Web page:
Getting our little ones ready for lessons and ensuring that they are ready for their first submersion is imperative. This is something that you can be working on at home prior to even going to the pool. Conditioning is a method of pouring water over the face using a plastic cup and using verbal trigger words to teach the baby to respond by holding their breath and closing their eyes. They may also show other signs and reactions to conditioning.
By practicing conditioning daily, we are working on repetition of the same activity which ultimately leads to a consistent reaction by your baby. This is crucial, as we want to ensure that your baby is reacting every single time you give those trigger words ‘Name, Ready, Go’ and pour the water. We recommend that you start your conditioning in the bath tub with your baby upon returning home from the hospital.
You should sit your baby upright on your knee and ensure that you can maintain eye contact with them. When pouring the water, you should always pour the full cup of water straight over the forehead. There should be no hesitation whatsoever as we want the flow of water to be smooth and even and this will also ensure that your baby does not ingest any of the water. You should always take note of their reaction; look and listen to establish if they are holding their breath. As you start to notice an improvement, you can start to work on extending the length of your pour and counting whilst you pour. This will help you ascertain how long your baby is holding their breath for.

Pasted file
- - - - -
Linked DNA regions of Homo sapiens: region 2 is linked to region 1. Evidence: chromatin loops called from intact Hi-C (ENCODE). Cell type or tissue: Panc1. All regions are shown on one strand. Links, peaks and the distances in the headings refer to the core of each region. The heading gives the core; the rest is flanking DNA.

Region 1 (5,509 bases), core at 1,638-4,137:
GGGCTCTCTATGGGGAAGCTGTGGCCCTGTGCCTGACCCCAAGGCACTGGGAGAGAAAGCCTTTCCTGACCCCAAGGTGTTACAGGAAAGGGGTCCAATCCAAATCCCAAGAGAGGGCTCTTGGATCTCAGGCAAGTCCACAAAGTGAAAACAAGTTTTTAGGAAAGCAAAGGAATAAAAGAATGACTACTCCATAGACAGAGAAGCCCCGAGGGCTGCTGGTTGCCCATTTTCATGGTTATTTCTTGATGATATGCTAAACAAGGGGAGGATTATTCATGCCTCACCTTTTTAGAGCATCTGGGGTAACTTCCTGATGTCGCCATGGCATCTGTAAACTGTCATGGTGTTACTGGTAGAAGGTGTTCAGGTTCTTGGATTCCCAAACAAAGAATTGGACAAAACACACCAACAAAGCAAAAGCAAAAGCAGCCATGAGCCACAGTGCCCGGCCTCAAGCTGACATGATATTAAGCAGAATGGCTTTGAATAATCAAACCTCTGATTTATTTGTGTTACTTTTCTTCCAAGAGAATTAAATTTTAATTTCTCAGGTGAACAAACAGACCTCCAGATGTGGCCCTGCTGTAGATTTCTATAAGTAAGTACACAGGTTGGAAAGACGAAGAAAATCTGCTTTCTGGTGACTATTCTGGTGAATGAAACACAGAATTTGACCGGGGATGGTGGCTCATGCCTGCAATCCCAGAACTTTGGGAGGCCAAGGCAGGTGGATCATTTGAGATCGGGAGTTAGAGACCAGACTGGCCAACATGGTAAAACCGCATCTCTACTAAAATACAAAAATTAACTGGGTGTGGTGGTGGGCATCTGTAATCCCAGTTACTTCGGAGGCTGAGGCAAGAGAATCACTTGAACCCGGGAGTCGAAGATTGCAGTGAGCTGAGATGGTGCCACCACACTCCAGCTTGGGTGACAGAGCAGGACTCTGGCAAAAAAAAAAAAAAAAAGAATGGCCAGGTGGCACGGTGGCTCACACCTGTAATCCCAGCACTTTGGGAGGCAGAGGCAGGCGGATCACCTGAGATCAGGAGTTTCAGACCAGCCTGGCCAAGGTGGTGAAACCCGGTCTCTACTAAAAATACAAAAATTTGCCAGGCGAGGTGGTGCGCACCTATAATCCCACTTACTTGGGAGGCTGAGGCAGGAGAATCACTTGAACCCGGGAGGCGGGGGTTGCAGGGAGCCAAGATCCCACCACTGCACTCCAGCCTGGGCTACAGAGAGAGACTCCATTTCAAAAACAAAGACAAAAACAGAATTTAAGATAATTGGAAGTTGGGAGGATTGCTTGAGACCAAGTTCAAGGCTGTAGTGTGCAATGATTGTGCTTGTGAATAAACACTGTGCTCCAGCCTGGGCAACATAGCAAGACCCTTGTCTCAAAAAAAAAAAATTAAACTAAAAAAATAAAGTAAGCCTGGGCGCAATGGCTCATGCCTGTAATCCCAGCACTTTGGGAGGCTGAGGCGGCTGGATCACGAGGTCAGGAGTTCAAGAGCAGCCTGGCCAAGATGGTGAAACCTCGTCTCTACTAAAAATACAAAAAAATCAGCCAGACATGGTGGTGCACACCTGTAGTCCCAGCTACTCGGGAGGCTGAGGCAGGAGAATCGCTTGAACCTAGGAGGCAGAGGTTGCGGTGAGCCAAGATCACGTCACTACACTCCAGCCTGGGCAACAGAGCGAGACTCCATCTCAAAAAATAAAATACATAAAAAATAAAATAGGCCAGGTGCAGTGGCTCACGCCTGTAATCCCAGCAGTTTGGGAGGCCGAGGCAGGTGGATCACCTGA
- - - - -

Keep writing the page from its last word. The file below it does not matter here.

Why do we have to condition, I hear you ask. There are many reasons:
- Conditioning teaches breath control on command
- Conditioning helps to promote a positive and happy initial submersion
- Conditioning helps towards longer extended submersions
- By practicing conditioning regularly upon getting home from the hospital, your baby may display more confidence and be somewhat more comfortable in the water when you do go for that first swimming lesson.
- Conditioning trigger words may become their invitation to swim, therefore they should only enter an aquatic environment when they hear the trigger words and invited by a parent.
By conditioning your child you are working towards progressions in various swimming skills. These include submersions, free floating and much more. It is very important that you never submerge a baby that has not been fully conditioned properly and that you must never submerge a crying baby. This can lead to ingestion of water and develop a negative feeling towards the water. Your baby should only ever have positive, happy experiences in the water with you. Remember, conditioning can be a lengthy experience but with time, regular practice and a positive environment, you will be able to have lots of fun in working towards your baby’s swimming adventures ahead.
by Jane Lawrence
How do you keep kids interested and engaged in swimming? Share your ideas in the comments below.
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